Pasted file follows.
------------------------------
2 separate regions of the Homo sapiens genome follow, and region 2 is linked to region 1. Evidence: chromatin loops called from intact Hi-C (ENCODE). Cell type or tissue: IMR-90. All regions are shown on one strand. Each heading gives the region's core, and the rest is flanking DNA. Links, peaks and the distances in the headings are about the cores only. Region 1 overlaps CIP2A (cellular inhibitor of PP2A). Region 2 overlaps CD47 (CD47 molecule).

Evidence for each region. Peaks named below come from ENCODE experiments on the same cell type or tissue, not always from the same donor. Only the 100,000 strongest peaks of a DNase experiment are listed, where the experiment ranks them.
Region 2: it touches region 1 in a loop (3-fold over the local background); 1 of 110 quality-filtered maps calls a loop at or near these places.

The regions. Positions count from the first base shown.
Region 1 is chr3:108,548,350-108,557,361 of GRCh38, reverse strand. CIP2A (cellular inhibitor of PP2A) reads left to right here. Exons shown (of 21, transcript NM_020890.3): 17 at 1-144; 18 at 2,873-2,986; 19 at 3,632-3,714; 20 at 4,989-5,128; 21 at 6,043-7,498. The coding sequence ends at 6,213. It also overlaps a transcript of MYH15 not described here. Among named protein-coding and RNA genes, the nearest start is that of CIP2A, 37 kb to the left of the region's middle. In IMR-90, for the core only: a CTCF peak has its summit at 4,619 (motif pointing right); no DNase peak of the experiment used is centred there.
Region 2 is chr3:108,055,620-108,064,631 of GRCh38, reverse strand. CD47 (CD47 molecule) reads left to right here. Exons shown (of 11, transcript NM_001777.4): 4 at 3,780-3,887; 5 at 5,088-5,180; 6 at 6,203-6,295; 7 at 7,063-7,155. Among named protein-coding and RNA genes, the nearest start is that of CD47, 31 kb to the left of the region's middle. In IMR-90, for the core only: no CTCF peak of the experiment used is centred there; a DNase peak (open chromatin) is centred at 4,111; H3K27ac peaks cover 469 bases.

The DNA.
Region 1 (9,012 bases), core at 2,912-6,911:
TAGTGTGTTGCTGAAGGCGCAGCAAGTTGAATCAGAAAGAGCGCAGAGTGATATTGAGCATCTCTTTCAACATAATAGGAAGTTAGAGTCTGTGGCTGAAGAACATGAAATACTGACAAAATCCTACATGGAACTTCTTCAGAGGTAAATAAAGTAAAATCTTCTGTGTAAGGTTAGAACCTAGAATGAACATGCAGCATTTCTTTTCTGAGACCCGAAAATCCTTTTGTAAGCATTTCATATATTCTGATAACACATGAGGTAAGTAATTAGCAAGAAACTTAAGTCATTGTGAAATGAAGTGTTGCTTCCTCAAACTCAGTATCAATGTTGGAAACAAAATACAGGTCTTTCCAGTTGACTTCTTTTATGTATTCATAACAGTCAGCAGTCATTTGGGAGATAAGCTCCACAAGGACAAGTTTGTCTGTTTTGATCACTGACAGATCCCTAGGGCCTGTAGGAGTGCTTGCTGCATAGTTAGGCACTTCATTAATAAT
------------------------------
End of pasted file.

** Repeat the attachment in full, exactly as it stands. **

2 separate regions of the Homo sapiens genome follow, and region 2 is linked to region 1. Evidence: chromatin loops called from intact Hi-C (ENCODE). Cell type or tissue: IMR-90. All regions are shown on one strand. Each heading gives the region's core, and the rest is flanking DNA. Links, peaks and the distances in the headings are about the cores only. Region 1 overlaps CIP2A (cellular inhibitor of PP2A). Region 2 overlaps CD47 (CD47 molecule).

Evidence for each region. Peaks named below come from ENCODE experiments on the same cell type or tissue, not always from the same donor. Only the 100,000 strongest peaks of a DNase experiment are listed, where the experiment ranks them.
Region 2: it touches region 1 in a loop (3-fold over the local background); 1 of 110 quality-filtered maps calls a loop at or near these places.

The regions. Positions count from the first base shown.
Region 1 is chr3:108,548,350-108,557,361 of GRCh38, reverse strand. CIP2A (cellular inhibitor of PP2A) reads left to right here. Exons shown (of 21, transcript NM_020890.3): 17 at 1-144; 18 at 2,873-2,986; 19 at 3,632-3,714; 20 at 4,989-5,128; 21 at 6,043-7,498. The coding sequence ends at 6,213. It also overlaps a transcript of MYH15 not described here. Among named protein-coding and RNA genes, the nearest start is that of CIP2A, 37 kb to the left of the region's middle. In IMR-90, for the core only: a CTCF peak has its summit at 4,619 (motif pointing right); no DNase peak of the experiment used is centred there.
Region 2 is chr3:108,055,620-108,064,631 of GRCh38, reverse strand. CD47 (CD47 molecule) reads left to right here. Exons shown (of 11, transcript NM_001777.4): 4 at 3,780-3,887; 5 at 5,088-5,180; 6 at 6,203-6,295; 7 at 7,063-7,155. Among named protein-coding and RNA genes, the nearest start is that of CD47, 31 kb to the left of the region's middle. In IMR-90, for the core only: no CTCF peak of the experiment used is centred there; a DNase peak (open chromatin) is centred at 4,111; H3K27ac peaks cover 469 bases.

The DNA.
Region 1 (9,012 bases), core at 2,912-6,911:
TAGTGTGTTGCTGAAGGCGCAGCAAGTTGAATCAGAAAGAGCGCAGAGTGATATTGAGCATCTCTTTCAACATAATAGGAAGTTAGAGTCTGTGGCTGAAGAACATGAAATACTGACAAAATCCTACATGGAACTTCTTCAGAGGTAAATAAAGTAAAATCTTCTGTGTAAGGTTAGAACCTAGAATGAACATGCAGCATTTCTTTTCTGAGACCCGAAAATCCTTTTGTAAGCATTTCATATATTCTGATAACACATGAGGTAAGTAATTAGCAAGAAACTTAAGTCATTGTGAAATGAAGTGTTGCTTCCTCAAACTCAGTATCAATGTTGGAAACAAAATACAGGTCTTTCCAGTTGACTTCTTTTATGTATTCATAACAGTCAGCAGTCATTTGGGAGATAAGCTCCACAAGGACAAGTTTGTCTGTTTTGATCACTGACAGATCCCTAGGGCCTGTAGGAGTGCTTGCTGCATAGTTAGGCACTTCATTAATAAT